José de Jesús Vargas González— 17 November 2001 — in Harpy Eagle Conservation and Research Share
The next morning we arrange to meet with the traditional and elected leaders of the Emberá-Wounaan Region. We need the consent of both groups of indigenous leaders and community members in order to continue our trip. The hierarchical system of the Emberá-Wounaan is quite strict, and without their approval it is difficult to access these areas and further our expedition. Dedicating many hours and omitting little detail, we explain our plans and objectives to the leaders, and, after answering all questions, we are finally granted permission to continue our journey.
We arrive at the nest site, and, atop a 50 m tall Cuipo tree, towering above the forest’s canopy, we spot the construction of marvelous design. Covering branches of various diameters, consisting of a variety of leaves solidly arranged, is a nest on which a small Harpy juvenile rests. Its plumage is almost white. It sees us, and begins to call for his parents who are to provide him with food and safety. Surrounding the Cuipo tree, a witness to the births of other Harpy Eagles, we find the remains of the many animals they have generously fed upon. After we gather all the necessary information that will give us a better understanding of the ecology and habitat preferences of this bird, which will later help establish protection and conservancy measures, we leave the nest site and withdraw from the area.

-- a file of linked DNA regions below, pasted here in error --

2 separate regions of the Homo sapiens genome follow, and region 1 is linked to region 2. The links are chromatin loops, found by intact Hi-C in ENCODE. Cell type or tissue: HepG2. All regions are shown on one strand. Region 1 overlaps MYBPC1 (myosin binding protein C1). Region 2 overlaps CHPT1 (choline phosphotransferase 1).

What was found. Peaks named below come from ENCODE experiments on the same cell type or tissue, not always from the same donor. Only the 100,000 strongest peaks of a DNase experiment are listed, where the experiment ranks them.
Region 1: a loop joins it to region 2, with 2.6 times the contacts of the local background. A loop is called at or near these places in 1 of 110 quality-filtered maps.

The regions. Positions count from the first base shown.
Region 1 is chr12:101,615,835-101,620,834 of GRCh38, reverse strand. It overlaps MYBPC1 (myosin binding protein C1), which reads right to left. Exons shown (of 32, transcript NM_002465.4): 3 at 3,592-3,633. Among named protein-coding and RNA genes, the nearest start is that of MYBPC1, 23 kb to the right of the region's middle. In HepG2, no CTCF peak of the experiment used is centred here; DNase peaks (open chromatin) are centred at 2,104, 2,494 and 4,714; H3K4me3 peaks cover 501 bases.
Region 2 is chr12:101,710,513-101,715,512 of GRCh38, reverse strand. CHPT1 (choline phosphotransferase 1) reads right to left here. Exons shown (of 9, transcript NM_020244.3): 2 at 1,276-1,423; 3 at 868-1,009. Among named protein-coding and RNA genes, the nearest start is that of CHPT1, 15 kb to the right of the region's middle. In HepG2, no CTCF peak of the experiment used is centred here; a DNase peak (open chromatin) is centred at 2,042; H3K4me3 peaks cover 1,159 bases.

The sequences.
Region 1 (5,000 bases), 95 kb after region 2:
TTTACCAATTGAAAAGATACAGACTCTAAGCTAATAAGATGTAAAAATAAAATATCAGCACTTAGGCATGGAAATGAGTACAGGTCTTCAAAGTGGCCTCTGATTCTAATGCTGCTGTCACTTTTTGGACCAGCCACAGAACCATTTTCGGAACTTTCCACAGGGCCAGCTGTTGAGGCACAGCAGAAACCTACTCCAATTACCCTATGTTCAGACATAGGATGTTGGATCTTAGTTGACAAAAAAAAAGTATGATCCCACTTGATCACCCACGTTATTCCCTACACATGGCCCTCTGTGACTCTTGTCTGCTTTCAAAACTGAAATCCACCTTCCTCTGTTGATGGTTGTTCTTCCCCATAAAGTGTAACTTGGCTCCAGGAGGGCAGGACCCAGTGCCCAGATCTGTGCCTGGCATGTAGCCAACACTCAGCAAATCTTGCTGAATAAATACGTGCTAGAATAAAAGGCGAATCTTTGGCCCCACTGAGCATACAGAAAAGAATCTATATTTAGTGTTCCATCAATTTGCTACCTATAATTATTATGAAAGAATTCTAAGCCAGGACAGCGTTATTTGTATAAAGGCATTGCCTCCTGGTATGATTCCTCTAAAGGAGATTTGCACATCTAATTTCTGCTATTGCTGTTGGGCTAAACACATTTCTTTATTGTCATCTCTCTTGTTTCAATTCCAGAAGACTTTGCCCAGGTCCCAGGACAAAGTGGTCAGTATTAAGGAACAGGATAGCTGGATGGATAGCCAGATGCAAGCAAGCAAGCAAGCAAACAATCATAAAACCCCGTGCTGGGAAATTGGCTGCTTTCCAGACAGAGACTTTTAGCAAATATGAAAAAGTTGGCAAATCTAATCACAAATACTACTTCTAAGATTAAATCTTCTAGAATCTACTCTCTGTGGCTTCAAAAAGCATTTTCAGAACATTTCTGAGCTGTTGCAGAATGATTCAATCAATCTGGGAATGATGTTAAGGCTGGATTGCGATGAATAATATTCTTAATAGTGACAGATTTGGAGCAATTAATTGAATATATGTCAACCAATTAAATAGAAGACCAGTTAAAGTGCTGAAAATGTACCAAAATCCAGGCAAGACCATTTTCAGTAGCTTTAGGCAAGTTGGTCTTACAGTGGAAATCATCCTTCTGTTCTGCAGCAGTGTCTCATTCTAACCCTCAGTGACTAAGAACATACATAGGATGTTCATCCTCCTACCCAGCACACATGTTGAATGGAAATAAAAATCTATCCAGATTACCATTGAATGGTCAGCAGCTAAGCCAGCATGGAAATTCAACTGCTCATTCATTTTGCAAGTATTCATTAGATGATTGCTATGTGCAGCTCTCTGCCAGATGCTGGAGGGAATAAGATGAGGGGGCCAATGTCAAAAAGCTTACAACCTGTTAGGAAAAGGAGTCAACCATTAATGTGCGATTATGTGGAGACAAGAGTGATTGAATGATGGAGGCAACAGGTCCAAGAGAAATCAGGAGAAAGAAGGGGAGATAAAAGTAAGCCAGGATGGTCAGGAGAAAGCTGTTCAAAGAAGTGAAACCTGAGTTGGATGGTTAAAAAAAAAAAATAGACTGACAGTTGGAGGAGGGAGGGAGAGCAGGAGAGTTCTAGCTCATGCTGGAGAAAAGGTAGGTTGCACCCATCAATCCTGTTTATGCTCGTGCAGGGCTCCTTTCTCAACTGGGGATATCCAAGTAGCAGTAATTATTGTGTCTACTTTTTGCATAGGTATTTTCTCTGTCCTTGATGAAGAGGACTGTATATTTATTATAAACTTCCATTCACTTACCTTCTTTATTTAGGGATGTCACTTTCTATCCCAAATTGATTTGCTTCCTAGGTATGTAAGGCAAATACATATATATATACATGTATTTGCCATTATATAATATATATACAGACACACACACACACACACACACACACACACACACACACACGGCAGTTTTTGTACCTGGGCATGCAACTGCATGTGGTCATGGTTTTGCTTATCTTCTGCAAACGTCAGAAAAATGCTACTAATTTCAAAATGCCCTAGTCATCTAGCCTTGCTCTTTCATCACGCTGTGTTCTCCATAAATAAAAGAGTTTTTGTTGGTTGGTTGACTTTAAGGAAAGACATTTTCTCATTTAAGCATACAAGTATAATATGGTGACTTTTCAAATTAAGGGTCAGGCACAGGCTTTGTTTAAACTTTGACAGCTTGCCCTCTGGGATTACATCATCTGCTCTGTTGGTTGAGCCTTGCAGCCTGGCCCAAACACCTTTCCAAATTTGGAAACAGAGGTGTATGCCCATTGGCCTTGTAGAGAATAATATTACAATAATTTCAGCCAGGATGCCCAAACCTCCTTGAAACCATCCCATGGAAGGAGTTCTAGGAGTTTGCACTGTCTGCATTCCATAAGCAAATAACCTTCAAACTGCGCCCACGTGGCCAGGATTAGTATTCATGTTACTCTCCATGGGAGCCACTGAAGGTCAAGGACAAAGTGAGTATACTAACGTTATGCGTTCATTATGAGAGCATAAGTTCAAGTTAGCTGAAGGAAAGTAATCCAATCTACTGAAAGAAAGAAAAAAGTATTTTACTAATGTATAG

We depart in the early hours of the following morning, on our way to LaPalma from where we will take a plane back to Panama City. Flying over the Darien, I revel in the idea of returning again to these communities and waking to the sights of children smiling, sounds of the forest, of a child crying as a mother leaves in early dawn to prepare a humble breakfast, and begin yet another day in a forgotten paradise.
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